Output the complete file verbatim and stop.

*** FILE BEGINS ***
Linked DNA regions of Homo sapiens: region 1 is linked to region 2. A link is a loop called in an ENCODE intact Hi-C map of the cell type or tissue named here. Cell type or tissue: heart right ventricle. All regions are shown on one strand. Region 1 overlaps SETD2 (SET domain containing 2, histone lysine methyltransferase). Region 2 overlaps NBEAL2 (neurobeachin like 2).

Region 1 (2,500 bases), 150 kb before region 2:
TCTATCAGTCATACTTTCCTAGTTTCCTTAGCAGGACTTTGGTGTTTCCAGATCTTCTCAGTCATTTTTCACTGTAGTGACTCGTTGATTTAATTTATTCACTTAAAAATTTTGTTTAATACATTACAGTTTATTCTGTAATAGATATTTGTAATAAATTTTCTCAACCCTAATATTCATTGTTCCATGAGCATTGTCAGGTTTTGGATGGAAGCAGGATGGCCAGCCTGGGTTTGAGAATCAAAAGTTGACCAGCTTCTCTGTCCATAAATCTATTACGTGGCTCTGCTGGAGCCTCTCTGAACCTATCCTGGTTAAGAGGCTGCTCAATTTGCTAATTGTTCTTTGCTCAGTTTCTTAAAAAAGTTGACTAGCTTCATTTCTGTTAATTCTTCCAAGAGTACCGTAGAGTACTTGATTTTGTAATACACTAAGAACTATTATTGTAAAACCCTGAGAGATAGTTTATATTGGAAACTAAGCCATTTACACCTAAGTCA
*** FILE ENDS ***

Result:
Linked DNA regions of Homo sapiens: region 1 is linked to region 2. A link is a loop called in an ENCODE intact Hi-C map of the cell type or tissue named here. Cell type or tissue: heart right ventricle. All regions are shown on one strand. Region 1 overlaps SETD2 (SET domain containing 2, histone lysine methyltransferase). Region 2 overlaps NBEAL2 (neurobeachin like 2).

Region 1 (2,500 bases), 150 kb before region 2:
TCTATCAGTCATACTTTCCTAGTTTCCTTAGCAGGACTTTGGTGTTTCCAGATCTTCTCAGTCATTTTTCACTGTAGTGACTCGTTGATTTAATTTATTCACTTAAAAATTTTGTTTAATACATTACAGTTTATTCTGTAATAGATATTTGTAATAAATTTTCTCAACCCTAATATTCATTGTTCCATGAGCATTGTCAGGTTTTGGATGGAAGCAGGATGGCCAGCCTGGGTTTGAGAATCAAAAGTTGACCAGCTTCTCTGTCCATAAATCTATTACGTGGCTCTGCTGGAGCCTCTCTGAACCTATCCTGGTTAAGAGGCTGCTCAATTTGCTAATTGTTCTTTGCTCAGTTTCTTAAAAAAGTTGACTAGCTTCATTTCTGTTAATTCTTCCAAGAGTACCGTAGAGTACTTGATTTTGTAATACACTAAGAACTATTATTGTAAAACCCTGAGAGATAGTTTATATTGGAAACTAAGCCATTTACACCTAAGTCA